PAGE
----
In my family’s case, we were truly impressed by how videoconferencing, which can be so enervating in our daily work lives, enabled us to celebrate my dad’s full life in a beautiful and moving way.
If you have to arrange a memorial service on a video platform, here are some tips.
We purchased a one-month subscription to Zoom Pro (right now it’s $14.99 a month and you can cancel at any time). It allows for up to 100 participants (other plans allow for more, at additional cost), with unlimited meeting time, and stores a recording in the cloud. We’re glad we did. If we had had to limit the time of the event, we would have missed many moving contributions from participants.
Identify Someone to Handle Logistics
Because I created the account, I was the de facto meeting host. In hindsight I wish I had handed the role to my 17-year-old daughter, a digital native. Responsibilities include admitting people from the waiting room; muting all mics as appropriate; unmuting the officiant or other speakers; troubleshooting technical issues; providing assistance to guests; and passing messages along to family members in the chat box. Introduce the tech host at the beginning of the service, so people know whom to contact for help.
Familiarize Yourself With Platform Settings
The back end of video platforms have settings that can be tricky if you are new to them, especially if it is an emotional event. The host can go through the “toggle” switches in advance to figure out how to mute people upon entry or enable the waiting room, a security feature that keeps guests in a queue until the host admits them.
Who Will Lead?
Our virtual memorial succeeded, in part, because the rabbi wasn’t thrown off by the difficulties inexperienced Zoomers had muting themselves at the start. When the service segued into the shiva, my mother moderated — greeting people and making sure everyone who wanted to offer a remembrance had the chance to do so.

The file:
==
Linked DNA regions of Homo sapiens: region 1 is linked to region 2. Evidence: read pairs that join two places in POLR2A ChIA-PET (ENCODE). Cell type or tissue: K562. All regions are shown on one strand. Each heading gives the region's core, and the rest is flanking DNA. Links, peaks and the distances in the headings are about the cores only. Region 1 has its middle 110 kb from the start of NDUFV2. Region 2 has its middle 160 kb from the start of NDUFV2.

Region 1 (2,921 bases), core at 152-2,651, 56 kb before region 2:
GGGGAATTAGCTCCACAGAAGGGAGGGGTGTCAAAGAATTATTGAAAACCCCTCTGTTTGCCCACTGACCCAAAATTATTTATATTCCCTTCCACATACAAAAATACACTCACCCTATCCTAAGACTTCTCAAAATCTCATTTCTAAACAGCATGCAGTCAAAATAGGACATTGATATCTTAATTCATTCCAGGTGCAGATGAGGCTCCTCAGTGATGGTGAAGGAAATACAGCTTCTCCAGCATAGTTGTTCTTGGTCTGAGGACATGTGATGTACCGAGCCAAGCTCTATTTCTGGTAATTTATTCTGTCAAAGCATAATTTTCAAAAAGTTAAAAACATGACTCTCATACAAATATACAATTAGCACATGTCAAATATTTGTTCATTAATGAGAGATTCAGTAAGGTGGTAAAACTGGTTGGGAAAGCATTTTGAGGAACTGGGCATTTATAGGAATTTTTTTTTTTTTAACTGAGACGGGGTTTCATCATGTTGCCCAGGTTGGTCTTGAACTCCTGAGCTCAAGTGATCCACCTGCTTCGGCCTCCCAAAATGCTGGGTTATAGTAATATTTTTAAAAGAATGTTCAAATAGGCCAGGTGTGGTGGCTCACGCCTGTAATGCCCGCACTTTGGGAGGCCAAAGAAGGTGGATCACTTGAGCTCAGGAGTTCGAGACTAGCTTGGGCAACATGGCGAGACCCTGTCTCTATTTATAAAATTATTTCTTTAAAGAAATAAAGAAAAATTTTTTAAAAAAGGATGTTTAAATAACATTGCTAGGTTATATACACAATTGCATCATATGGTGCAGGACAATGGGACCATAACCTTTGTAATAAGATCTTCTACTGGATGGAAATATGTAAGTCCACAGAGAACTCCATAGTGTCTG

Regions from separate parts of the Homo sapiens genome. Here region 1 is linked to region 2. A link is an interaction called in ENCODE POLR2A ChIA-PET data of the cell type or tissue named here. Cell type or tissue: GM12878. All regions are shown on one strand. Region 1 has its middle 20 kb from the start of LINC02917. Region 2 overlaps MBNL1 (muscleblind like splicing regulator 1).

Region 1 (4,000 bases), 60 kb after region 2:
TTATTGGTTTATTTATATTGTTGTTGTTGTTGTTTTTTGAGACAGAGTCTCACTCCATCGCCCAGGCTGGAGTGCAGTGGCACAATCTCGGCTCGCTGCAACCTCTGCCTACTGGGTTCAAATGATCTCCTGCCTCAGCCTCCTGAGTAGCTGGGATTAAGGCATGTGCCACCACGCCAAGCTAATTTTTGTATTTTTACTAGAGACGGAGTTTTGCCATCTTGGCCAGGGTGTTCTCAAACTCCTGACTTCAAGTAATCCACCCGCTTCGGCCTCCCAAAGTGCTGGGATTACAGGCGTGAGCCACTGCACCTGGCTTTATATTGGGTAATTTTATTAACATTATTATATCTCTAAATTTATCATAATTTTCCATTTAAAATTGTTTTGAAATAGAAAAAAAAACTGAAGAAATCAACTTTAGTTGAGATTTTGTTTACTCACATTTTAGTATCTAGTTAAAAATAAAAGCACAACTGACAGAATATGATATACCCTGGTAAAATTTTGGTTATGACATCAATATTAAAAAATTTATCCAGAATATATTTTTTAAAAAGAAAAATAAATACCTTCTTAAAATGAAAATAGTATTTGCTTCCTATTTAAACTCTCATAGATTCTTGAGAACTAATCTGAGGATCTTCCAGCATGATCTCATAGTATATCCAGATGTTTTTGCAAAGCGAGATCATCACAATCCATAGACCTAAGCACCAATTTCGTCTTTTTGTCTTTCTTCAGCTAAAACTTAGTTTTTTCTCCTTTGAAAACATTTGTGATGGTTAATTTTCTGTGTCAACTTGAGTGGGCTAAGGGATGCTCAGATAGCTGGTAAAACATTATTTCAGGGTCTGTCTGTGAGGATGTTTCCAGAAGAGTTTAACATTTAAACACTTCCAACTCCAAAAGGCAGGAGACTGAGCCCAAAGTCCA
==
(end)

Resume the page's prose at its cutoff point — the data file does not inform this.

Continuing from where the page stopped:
Plan a Dry Run to Anticipate Issues
Schedule one or more short practice sessions to work out kinks and make sure you’re on the same page about various roles. Some participants at our event were complete Zoom novices, fearful of missing the eulogy, and self-conscious about holding up the program as they attempted to mute as requested. We recommend offering tips to guests about logging on and off; muting and unmuting; switching screen views; and using the chat function — either along with the invitation, or on request ahead of the event. Don’t assume that everyone will be joining with up-to-date devices.
We sent an email to notify friends and relatives of my dad’s death and of the Zoom event, including a link and password. Each of our family members compiled and distributed our own lists. You can also use Zoom to send email invitations.